Lined up the length of a long plate, scallops are seared to perfection. Tender creamed leeks, dollops of sweet tomato jam, and a rich balsamic reduction complement the scallops beautifully.
A generous cut of sablefish provides a contrast in textures. Its skin is fried crisp, while its flesh flakes apart. The fish pairs nicely with a red wine and caramelized cipollini onion reduction. Accompanying crushed new potatoes with crisp pancetta are reminiscent of summer picnics.
Tender slices of duck breast are accentuated by a well-balanced balsamic vinaigrette naturally sweetened with a touch of honey. Sides of seared confit of pork belly and char-grilled asparagus all add delightful complexity to the dish.
The more traditional cavatelli bolognese lets its ingredients do the talking. Plump little scrolls of handmade pasta cradle an old-country meat sauce made of chunky veal and beef simmered with fresh herbs and tomatoes. 905 Corydon Ave, 478-1872, Map 1: T-2.
Forget the recession—Winnipeggers are buzzing over the drop dead gorgeous dining establishment Lobby on York Restaurant & Bar. With the talented veteran crew of owners Barb & Dale Yuel and Chef Joe Dokuchie at the helm and a super chic six-figured renovation, locals are excited to brag about it.
Upon entering, a sleek black sushi bar and lounge area on the right is typically packed post-work. The owners play with an aquatic theme throughout the dining room: bronze curtains are hung and cut to look like seaweed and soft blue waves wash over the walls and carpet.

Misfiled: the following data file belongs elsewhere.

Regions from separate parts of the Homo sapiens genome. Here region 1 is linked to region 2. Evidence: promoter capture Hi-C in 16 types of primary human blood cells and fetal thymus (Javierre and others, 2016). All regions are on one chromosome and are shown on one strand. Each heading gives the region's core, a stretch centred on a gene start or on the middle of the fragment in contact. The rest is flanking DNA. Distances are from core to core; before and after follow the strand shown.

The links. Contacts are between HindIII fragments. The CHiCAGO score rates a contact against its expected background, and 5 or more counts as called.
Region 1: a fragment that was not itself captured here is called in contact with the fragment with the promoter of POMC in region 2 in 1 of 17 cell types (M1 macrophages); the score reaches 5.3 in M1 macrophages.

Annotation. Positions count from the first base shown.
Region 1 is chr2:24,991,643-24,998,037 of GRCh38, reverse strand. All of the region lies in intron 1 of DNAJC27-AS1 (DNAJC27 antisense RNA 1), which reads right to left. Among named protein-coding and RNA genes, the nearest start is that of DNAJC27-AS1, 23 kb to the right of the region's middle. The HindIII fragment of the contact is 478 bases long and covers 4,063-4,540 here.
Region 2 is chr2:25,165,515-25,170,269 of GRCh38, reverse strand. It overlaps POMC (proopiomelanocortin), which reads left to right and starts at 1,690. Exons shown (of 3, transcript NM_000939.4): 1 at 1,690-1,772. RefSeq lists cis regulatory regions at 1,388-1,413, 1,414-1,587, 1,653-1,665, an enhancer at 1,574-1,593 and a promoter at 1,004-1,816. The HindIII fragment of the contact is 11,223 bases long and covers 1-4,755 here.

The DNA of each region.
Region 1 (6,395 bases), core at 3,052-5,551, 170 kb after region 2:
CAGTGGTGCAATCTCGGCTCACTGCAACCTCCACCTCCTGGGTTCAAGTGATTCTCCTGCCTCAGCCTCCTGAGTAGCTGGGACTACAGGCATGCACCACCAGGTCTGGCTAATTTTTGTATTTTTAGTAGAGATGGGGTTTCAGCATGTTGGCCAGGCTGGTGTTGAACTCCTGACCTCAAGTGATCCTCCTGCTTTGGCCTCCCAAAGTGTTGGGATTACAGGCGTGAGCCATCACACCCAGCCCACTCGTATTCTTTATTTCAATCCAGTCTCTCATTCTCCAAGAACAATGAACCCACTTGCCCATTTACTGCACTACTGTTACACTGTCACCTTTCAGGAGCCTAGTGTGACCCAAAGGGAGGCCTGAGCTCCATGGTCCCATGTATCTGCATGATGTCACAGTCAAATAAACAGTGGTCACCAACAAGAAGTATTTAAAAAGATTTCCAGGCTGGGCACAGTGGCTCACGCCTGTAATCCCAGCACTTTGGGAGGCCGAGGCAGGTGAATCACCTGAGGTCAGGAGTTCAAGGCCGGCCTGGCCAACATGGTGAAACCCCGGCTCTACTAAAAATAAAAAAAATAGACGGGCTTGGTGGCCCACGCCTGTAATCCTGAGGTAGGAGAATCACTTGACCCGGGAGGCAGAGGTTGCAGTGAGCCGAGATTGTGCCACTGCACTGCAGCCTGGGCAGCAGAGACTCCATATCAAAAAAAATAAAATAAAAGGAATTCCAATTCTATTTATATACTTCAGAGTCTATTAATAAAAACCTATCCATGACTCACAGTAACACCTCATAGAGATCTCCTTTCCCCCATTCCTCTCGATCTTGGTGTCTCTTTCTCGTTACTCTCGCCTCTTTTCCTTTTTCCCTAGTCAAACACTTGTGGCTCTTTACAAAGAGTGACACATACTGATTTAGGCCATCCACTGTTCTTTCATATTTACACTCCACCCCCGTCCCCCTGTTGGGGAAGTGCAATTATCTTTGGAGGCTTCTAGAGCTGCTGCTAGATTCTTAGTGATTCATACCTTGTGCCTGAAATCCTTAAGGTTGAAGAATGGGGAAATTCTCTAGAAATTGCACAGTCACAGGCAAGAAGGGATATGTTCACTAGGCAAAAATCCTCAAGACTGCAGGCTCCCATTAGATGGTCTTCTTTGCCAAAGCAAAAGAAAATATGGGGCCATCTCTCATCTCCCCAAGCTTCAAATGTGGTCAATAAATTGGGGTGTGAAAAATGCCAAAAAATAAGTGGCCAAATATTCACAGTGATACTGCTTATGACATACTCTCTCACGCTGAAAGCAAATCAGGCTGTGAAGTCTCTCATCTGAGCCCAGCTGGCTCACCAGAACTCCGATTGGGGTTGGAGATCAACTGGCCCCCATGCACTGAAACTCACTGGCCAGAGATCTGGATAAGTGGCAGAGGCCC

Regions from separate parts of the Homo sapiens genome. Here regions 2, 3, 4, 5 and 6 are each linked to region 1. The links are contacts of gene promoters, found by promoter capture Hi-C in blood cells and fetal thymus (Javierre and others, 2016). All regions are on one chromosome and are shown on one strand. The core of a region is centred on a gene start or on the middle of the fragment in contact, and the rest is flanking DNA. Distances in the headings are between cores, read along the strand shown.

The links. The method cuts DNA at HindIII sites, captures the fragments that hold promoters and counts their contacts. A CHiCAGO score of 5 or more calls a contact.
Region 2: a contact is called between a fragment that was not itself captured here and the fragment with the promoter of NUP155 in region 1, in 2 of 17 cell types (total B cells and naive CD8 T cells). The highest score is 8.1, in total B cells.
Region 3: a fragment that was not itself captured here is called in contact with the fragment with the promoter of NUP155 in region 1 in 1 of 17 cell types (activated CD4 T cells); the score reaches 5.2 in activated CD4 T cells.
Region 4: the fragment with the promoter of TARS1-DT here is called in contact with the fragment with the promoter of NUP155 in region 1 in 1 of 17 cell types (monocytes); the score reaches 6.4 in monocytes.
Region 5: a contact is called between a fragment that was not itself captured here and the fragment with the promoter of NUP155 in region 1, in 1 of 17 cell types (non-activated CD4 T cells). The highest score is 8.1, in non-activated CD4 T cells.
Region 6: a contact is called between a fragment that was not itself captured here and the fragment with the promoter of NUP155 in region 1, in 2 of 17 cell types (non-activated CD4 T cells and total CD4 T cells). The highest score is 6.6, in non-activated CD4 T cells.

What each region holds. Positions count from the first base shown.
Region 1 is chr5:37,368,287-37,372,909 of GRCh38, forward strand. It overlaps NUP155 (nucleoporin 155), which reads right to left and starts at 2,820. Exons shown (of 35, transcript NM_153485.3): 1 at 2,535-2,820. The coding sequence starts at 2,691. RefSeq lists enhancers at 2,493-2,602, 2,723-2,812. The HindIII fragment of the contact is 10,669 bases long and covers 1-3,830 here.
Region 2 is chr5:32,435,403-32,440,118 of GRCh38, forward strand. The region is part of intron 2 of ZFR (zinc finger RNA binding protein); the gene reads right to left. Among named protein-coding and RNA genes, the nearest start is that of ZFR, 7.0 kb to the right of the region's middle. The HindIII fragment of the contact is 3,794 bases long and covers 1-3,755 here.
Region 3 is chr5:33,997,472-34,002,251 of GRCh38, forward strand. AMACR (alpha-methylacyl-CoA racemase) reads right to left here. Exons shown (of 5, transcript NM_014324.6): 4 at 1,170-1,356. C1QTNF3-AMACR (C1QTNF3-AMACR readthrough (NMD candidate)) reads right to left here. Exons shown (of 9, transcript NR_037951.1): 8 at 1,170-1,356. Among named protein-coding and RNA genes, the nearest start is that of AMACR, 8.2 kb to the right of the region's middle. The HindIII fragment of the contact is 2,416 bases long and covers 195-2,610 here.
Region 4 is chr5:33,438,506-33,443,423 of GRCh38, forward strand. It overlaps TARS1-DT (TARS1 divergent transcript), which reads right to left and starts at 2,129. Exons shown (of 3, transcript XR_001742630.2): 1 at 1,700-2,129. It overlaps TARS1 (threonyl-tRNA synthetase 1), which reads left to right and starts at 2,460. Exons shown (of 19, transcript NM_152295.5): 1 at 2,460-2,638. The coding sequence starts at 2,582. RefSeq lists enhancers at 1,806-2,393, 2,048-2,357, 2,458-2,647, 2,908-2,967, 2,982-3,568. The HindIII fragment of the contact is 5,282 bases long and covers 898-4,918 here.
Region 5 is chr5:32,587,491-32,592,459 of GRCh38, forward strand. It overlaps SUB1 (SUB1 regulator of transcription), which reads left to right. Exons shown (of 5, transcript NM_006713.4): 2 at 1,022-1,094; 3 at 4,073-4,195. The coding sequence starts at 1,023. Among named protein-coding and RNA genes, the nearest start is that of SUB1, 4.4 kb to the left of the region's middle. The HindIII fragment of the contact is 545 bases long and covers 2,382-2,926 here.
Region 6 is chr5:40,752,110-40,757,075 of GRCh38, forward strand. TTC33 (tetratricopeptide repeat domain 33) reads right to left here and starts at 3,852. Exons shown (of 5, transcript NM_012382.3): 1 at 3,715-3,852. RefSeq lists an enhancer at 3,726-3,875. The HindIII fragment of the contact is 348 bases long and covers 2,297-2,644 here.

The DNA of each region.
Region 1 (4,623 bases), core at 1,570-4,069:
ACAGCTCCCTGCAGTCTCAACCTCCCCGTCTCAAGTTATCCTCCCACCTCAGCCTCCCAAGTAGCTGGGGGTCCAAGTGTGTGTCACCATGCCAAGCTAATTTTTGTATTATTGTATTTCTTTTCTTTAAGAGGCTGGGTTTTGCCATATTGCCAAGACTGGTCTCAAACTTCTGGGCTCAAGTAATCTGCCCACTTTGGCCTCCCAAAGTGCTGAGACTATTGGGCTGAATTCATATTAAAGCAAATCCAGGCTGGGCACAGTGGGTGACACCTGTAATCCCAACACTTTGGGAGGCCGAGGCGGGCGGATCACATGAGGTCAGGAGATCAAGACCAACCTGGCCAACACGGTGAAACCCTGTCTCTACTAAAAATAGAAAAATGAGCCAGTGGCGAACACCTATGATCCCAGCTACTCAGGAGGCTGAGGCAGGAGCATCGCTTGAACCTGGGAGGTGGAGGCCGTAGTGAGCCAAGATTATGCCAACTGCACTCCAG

When it comes to the menu, the city’s diverse cultural scene is reflected. The signature downtown lobby roll artfully blends pieces of spicy scallop and tuna tataki with unexpected ingredients like cilantro and chives, resulting in a subtle herbaceous taste.
Entrées are broken up into fine cuts, seafood and mains. One of the more unusual offerings is wiener schnitzel. Two huge portions of golden breaded pork are fried without being greasy and are served on house-made spätzle.
Chef Joe delivers an astonishingly tender rack of Moroccan-spiced lamb. It comes with Indian flatbread—a small parcel filled with shredded lamb and chickpeas in a fragrant curry.
For a lip-smacking dessert, the coffee shop donut goes upscale. A sweet, crumbly brioche donut soaks up cinnamon syrup and vanilla ice cream. 295 York Ave, 896-7275, Map 2: D-3.
Located in the east side of the Exchange, The District Restaurant & Cocktail Lounge plays into its historical surroundings: jazz music and an adjoining vintage-style billiards lounge all help create a throwback feel. The renovated open-concept dining room retains its stately columns and mouldings mixed with modern touches—colourful contemporary art and sleek vases—that reflect Chef Jaime Briones’s adventurous Canadian menu.
Take the Berkshire pork appetizer for example—glistening pieces of meat with crispy salty skin sweetened by a maple walnut glaze are combined with fun miniature slices of brioche French toast and peeled bite-sized poached apples; the three items together taste like a dressed up version of a hearty breakfast.
The s’mores dessert offers a playful choice. A toasted marshmallow is served under a glass bell jar; when lifted, smoke billows out. Break off a piece of the crumbly tuille and spoon on the smoky marshmallow and dark chocolate crème for a grown-up version of this
The kitchen pushes boundaries again when rabbit, rarely seen on menus anywhere, appears as an entrée. Offering a very mild game taste, the meat is braised in tomato and served on chewy pearls of house-made risotto. A cheeky side of cumin-roasted carrots demonstrate Chef Jaime’s deliberate layering of flavours for a rustic earthy taste.
Grape tomatoes and rapini brighten up the presentation of albacore tuna. Here, this prized fish is rolled in chewy proscuitto, with the tuna’s delicate oceanic flavour heightened by the proscuitto’s saltiness and the rapini’s strong bitter taste. 177 Lombard Ave, 415-3119, Map 1: O-4.